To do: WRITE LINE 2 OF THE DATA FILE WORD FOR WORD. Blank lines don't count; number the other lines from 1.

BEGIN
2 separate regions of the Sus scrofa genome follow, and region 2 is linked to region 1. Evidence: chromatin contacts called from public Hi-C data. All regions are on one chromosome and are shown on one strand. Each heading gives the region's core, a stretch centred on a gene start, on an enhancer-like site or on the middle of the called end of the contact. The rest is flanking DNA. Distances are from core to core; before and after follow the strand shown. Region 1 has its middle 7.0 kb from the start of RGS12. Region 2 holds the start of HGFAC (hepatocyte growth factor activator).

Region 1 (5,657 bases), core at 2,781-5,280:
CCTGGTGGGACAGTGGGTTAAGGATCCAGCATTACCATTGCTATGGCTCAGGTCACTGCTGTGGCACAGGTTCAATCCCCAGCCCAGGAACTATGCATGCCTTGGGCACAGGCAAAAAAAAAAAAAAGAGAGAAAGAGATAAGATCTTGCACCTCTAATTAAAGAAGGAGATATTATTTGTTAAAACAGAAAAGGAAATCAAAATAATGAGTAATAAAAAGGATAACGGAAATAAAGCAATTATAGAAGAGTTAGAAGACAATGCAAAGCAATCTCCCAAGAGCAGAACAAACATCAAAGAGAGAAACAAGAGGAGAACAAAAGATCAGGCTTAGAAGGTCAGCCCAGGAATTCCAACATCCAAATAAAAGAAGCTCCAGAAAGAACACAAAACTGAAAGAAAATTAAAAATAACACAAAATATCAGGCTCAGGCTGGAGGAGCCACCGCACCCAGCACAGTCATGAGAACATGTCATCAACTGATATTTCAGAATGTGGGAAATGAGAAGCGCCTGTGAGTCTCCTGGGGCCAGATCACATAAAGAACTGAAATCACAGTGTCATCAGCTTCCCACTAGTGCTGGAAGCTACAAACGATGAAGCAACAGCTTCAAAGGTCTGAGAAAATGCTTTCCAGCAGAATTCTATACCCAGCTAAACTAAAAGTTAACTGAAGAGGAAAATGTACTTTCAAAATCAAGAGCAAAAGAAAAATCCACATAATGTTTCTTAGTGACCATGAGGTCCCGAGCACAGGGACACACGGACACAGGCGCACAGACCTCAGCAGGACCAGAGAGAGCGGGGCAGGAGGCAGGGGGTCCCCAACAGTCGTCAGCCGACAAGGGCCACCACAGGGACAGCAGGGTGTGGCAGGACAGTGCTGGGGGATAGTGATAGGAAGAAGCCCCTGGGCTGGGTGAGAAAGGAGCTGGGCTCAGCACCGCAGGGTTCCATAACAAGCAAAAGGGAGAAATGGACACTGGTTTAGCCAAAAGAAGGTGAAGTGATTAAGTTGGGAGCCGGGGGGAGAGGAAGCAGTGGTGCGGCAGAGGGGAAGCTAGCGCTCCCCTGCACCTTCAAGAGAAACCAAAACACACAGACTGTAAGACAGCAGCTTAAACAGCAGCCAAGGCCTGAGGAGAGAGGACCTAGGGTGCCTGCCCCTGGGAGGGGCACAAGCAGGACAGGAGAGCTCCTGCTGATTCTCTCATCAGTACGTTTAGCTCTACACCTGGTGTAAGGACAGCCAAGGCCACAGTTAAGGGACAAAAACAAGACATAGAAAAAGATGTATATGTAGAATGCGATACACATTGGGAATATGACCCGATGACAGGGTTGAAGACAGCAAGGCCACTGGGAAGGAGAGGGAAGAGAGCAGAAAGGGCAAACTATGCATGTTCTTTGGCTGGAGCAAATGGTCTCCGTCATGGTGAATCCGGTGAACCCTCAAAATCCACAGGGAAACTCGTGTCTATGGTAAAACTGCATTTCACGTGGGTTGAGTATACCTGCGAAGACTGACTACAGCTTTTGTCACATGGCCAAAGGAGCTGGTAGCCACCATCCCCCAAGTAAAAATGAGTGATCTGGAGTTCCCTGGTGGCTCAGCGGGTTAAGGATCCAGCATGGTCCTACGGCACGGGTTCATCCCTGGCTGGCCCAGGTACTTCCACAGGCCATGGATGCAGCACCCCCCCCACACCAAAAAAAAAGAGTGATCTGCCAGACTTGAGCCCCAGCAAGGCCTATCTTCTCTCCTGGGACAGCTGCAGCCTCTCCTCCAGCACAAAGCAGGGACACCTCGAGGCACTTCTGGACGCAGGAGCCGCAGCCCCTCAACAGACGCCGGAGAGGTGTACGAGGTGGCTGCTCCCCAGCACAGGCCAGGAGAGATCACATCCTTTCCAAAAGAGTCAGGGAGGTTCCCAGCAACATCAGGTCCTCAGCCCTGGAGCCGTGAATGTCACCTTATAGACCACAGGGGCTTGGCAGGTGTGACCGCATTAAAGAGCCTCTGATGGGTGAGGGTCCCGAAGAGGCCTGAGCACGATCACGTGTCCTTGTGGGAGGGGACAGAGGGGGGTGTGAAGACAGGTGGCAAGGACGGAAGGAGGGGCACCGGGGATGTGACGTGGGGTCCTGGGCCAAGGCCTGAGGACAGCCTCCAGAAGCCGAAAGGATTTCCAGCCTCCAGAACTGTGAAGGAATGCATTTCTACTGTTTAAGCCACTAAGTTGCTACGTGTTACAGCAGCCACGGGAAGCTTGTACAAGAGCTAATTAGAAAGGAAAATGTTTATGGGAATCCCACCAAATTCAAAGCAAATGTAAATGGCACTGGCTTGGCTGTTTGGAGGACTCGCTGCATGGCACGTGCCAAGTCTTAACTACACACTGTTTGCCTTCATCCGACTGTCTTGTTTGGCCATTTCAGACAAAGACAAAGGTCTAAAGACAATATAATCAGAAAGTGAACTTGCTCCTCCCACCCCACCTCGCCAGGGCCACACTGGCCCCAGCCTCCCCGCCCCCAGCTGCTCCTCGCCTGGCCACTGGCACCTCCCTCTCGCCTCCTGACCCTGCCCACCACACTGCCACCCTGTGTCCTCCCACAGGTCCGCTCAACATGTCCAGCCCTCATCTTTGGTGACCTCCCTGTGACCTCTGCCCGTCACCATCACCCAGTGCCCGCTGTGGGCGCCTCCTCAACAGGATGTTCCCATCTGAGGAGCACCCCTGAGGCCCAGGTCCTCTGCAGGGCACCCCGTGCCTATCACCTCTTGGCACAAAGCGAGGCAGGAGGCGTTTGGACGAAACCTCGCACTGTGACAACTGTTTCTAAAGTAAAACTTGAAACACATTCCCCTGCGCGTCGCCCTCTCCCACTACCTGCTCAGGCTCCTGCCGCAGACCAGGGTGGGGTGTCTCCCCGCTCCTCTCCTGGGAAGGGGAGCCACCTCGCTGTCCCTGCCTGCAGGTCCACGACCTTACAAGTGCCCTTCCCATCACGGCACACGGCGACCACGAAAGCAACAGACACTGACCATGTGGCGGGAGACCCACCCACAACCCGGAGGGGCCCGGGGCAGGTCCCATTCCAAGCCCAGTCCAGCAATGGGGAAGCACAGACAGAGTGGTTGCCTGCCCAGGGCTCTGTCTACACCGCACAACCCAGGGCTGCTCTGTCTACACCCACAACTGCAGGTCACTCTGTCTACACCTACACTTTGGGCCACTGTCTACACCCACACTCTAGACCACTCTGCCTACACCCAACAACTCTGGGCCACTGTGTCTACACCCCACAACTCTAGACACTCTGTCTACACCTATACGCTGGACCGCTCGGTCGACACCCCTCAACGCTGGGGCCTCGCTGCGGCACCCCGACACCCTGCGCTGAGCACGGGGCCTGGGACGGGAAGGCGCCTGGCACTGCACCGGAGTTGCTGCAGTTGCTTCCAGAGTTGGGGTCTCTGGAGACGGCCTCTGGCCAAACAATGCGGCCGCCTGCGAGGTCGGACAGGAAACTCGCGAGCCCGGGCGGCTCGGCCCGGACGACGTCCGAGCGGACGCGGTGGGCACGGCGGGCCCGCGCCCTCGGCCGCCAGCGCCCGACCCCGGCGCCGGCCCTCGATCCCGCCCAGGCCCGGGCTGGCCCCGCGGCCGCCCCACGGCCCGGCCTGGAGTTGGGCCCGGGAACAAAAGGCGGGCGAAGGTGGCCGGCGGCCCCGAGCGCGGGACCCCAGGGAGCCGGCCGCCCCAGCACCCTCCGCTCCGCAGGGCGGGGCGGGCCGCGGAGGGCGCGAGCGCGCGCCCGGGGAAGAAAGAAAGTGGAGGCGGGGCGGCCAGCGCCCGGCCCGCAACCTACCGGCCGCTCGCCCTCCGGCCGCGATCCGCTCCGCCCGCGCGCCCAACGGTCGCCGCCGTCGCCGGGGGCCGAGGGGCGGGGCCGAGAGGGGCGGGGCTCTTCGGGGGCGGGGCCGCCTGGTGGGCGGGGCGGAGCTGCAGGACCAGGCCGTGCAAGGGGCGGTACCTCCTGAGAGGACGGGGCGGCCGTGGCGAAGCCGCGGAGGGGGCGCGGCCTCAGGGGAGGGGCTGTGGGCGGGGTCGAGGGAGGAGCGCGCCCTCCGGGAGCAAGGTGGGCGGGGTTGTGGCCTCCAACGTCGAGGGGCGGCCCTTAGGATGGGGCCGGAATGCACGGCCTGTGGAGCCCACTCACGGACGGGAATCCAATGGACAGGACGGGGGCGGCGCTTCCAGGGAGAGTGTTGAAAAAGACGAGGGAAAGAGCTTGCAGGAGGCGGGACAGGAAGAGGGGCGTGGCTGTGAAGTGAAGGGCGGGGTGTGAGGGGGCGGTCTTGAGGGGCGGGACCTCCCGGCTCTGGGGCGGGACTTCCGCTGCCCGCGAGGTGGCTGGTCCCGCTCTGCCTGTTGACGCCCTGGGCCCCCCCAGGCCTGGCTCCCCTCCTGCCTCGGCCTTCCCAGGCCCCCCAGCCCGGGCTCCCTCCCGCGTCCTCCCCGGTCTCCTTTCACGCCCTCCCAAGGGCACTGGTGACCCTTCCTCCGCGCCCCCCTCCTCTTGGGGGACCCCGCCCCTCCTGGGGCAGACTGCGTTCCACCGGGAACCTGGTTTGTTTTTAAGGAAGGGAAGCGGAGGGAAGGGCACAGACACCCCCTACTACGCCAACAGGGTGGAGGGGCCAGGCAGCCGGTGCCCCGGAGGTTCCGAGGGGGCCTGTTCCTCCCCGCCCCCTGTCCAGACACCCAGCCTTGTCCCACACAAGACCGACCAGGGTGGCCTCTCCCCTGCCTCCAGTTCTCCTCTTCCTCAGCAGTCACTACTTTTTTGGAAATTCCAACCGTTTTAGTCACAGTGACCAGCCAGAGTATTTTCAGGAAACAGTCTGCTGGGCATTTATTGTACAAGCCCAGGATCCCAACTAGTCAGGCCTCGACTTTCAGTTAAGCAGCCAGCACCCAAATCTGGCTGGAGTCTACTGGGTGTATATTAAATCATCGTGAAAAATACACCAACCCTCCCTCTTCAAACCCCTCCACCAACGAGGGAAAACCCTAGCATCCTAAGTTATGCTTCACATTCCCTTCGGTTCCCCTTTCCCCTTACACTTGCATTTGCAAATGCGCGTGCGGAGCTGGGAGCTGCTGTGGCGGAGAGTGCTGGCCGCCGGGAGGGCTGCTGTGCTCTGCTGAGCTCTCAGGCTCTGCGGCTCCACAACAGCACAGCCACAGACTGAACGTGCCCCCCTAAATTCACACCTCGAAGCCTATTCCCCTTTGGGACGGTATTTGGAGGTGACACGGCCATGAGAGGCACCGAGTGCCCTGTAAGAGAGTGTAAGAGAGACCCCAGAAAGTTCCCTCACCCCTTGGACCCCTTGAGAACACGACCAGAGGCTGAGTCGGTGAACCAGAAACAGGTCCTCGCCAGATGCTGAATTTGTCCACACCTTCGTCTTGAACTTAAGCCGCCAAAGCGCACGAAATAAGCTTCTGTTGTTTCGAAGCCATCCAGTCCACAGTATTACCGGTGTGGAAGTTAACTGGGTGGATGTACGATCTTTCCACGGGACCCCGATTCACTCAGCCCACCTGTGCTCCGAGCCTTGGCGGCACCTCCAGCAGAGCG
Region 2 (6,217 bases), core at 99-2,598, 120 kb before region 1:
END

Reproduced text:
Region 1 (5,657 bases), core at 2,781-5,280: